Wednesday, August 06, 2008

The same mistake

In other words, liberalism is, simply, the desire to be taken seriously by the academy and the willingness to find an apologetic that is relevant to the culture.
Several days ago, a friend replied to my 'bad, bad windows' rant. You can see his response here. I replied, and the above sentence is part of the response. The more I think about this sentence, the more I think it is both desperately hard and true.

It is hard because I work for InterVarsity's Graduate and Faculty Ministries. We're about the work of helping Christian grad students make it in the contemporary university and, on top of that, helping them to thrive as Christians and academics, as whole people, as world-changers.

It is hard because our modus operandi is sometimes for some of us driven by wanting to be taken seriously and wanting to find an apologetic that is relevant to the academic culture.

We want to be taken seriously. Who wants to be thought of as a buffoon? Who wants to think other people are thinking one is a supersititous, backwoods idiot?

And so, we want to be relevant. We want to find a bridge between the culture that we want to take us seriously, and the message we want to bring to that culture.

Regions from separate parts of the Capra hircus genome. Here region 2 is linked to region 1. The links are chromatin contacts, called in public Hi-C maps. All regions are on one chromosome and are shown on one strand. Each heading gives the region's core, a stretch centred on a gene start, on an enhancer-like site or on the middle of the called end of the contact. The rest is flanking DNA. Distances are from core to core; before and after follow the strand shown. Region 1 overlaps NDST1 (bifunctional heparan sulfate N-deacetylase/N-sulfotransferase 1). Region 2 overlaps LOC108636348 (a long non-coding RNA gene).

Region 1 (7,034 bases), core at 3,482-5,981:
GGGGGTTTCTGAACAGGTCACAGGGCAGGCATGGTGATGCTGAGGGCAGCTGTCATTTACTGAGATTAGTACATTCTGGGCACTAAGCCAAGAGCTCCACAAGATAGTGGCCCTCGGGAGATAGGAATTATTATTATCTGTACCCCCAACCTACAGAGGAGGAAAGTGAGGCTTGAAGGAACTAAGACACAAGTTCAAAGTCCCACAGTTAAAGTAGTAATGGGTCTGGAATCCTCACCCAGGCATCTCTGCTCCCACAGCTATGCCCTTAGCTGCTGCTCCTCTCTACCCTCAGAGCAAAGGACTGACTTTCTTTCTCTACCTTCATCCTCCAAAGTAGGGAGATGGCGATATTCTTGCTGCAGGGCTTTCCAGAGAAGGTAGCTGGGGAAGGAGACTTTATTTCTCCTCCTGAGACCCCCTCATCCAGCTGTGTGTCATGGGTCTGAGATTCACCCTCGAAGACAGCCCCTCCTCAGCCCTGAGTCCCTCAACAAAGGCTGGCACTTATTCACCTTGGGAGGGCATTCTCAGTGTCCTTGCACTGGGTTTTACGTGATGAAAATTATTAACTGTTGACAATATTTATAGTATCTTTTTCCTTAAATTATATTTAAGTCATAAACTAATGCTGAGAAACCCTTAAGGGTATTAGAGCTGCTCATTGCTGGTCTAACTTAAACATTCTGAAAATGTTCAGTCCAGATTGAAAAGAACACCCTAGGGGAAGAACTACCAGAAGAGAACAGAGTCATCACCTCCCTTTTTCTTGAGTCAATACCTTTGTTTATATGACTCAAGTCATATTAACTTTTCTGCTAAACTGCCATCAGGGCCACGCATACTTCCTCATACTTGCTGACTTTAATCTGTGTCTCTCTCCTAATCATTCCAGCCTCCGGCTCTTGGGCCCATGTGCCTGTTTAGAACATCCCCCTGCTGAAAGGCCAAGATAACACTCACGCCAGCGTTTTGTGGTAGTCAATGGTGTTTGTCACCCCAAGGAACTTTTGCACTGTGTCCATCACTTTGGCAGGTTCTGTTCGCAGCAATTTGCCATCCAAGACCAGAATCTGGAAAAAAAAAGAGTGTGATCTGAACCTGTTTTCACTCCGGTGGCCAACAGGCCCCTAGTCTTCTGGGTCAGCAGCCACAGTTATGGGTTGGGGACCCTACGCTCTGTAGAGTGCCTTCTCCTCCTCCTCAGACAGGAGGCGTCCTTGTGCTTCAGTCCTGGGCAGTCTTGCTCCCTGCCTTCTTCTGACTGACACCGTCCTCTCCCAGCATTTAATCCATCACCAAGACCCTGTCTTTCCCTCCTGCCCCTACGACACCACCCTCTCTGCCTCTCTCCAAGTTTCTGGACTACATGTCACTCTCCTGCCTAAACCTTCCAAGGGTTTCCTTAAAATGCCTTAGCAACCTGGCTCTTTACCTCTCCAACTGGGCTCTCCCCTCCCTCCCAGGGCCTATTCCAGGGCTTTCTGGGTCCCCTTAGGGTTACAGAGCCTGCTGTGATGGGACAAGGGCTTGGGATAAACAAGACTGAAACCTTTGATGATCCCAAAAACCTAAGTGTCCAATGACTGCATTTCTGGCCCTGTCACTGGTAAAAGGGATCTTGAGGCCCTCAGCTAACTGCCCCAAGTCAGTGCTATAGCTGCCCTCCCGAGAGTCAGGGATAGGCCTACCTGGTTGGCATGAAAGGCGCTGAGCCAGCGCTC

But, unfortunately, the sentence remains devastatingly true - at least of the thumbnail sketch of the development of continental liberalism I was taught. Schleiermacher wrote a book on Christianity to "his cultured despisers." A brilliant thinker, he bridged the gap. He developed a sophisticated, elegant, and convincing apologetic for the Gospel.

But, in so doing, he tamed the Gospel; he broke her back. The Gospel became a maidservant to the ideology to which she had been wedded. She was eventually eviscerated of her vital life and left as a shell into which people cast their images of God against the sky.

He wanted the Gospel to be taken seriously by the culture.

He was willing to fashion an apologetic to make it so.

And us evangelicals are perilously close to the same mistake, which is why I continued in my comment:
Well, those two things sound like most evangelicals, don't they? That's because we're only ever a hair's breadth away from making the same mistake as the continental liberals: wanting more desperately to speak TO our cultured despisers than ABOUT Jesus Christ.
We ministers have to be able to speak about Jesus Christ, even at the expense of looking foolish to our counterparts and colleagues. He is public truth, and his Revelation is knowledge, but if we ever put the cart before the horse, if we ever allow something else to become the subject of the sentence, then we have already capitulated, already lost the fight. One hundred years from now, "public truth" and "knowledge" will not be the terms in which we try to cast our faith, but He will always be its purpose, content, and goal. We are speaking about him to our cultured despisers. And may it always come in that order.

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